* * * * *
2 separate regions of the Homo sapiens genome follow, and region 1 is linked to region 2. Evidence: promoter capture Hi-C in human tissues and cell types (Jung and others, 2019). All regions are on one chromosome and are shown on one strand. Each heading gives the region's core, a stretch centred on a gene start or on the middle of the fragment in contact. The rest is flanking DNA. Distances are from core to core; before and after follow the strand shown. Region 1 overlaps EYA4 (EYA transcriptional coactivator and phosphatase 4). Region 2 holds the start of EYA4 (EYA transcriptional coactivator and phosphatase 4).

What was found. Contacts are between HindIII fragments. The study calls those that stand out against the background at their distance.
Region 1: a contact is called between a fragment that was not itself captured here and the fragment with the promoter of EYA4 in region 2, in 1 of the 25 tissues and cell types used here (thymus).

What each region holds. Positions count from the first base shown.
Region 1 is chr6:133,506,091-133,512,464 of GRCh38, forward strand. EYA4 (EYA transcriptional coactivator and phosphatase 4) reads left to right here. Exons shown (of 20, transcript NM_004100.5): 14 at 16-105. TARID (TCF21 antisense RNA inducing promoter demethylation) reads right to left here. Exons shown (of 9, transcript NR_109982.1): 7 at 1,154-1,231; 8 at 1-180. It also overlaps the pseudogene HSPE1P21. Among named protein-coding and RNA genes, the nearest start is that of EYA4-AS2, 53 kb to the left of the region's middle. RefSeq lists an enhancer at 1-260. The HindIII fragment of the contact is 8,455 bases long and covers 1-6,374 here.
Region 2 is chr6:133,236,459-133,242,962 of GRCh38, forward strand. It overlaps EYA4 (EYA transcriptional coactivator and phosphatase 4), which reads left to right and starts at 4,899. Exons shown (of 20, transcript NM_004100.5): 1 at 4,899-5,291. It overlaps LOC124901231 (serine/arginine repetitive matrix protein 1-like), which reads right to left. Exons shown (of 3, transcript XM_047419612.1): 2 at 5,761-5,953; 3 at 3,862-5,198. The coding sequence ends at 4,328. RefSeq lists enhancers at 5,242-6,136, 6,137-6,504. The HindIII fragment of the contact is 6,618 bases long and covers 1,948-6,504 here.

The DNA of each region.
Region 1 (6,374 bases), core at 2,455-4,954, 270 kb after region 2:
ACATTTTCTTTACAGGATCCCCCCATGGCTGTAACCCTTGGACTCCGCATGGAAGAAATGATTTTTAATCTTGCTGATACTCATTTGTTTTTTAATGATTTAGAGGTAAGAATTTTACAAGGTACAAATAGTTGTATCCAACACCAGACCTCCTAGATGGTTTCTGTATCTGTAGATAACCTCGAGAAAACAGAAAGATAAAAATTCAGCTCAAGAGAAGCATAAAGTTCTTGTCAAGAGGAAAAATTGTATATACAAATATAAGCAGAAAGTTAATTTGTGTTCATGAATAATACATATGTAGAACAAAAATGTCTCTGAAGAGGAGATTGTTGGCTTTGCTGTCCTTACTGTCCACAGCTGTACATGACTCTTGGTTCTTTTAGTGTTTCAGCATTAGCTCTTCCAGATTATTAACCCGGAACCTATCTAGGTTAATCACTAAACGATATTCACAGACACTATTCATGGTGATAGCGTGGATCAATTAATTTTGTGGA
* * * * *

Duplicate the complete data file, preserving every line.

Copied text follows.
2 separate regions of the Homo sapiens genome follow, and region 1 is linked to region 2. Evidence: promoter capture Hi-C in human tissues and cell types (Jung and others, 2019). All regions are on one chromosome and are shown on one strand. Each heading gives the region's core, a stretch centred on a gene start or on the middle of the fragment in contact. The rest is flanking DNA. Distances are from core to core; before and after follow the strand shown. Region 1 overlaps EYA4 (EYA transcriptional coactivator and phosphatase 4). Region 2 holds the start of EYA4 (EYA transcriptional coactivator and phosphatase 4).

What was found. Contacts are between HindIII fragments. The study calls those that stand out against the background at their distance.
Region 1: a contact is called between a fragment that was not itself captured here and the fragment with the promoter of EYA4 in region 2, in 1 of the 25 tissues and cell types used here (thymus).

What each region holds. Positions count from the first base shown.
Region 1 is chr6:133,506,091-133,512,464 of GRCh38, forward strand. EYA4 (EYA transcriptional coactivator and phosphatase 4) reads left to right here. Exons shown (of 20, transcript NM_004100.5): 14 at 16-105. TARID (TCF21 antisense RNA inducing promoter demethylation) reads right to left here. Exons shown (of 9, transcript NR_109982.1): 7 at 1,154-1,231; 8 at 1-180. It also overlaps the pseudogene HSPE1P21. Among named protein-coding and RNA genes, the nearest start is that of EYA4-AS2, 53 kb to the left of the region's middle. RefSeq lists an enhancer at 1-260. The HindIII fragment of the contact is 8,455 bases long and covers 1-6,374 here.
Region 2 is chr6:133,236,459-133,242,962 of GRCh38, forward strand. It overlaps EYA4 (EYA transcriptional coactivator and phosphatase 4), which reads left to right and starts at 4,899. Exons shown (of 20, transcript NM_004100.5): 1 at 4,899-5,291. It overlaps LOC124901231 (serine/arginine repetitive matrix protein 1-like), which reads right to left. Exons shown (of 3, transcript XM_047419612.1): 2 at 5,761-5,953; 3 at 3,862-5,198. The coding sequence ends at 4,328. RefSeq lists enhancers at 5,242-6,136, 6,137-6,504. The HindIII fragment of the contact is 6,618 bases long and covers 1,948-6,504 here.

The DNA of each region.
Region 1 (6,374 bases), core at 2,455-4,954, 270 kb after region 2:
ACATTTTCTTTACAGGATCCCCCCATGGCTGTAACCCTTGGACTCCGCATGGAAGAAATGATTTTTAATCTTGCTGATACTCATTTGTTTTTTAATGATTTAGAGGTAAGAATTTTACAAGGTACAAATAGTTGTATCCAACACCAGACCTCCTAGATGGTTTCTGTATCTGTAGATAACCTCGAGAAAACAGAAAGATAAAAATTCAGCTCAAGAGAAGCATAAAGTTCTTGTCAAGAGGAAAAATTGTATATACAAATATAAGCAGAAAGTTAATTTGTGTTCATGAATAATACATATGTAGAACAAAAATGTCTCTGAAGAGGAGATTGTTGGCTTTGCTGTCCTTACTGTCCACAGCTGTACATGACTCTTGGTTCTTTTAGTGTTTCAGCATTAGCTCTTCCAGATTATTAACCCGGAACCTATCTAGGTTAATCACTAAACGATATTCACAGACACTATTCATGGTGATAGCGTGGATCAATTAATTTTGTGGA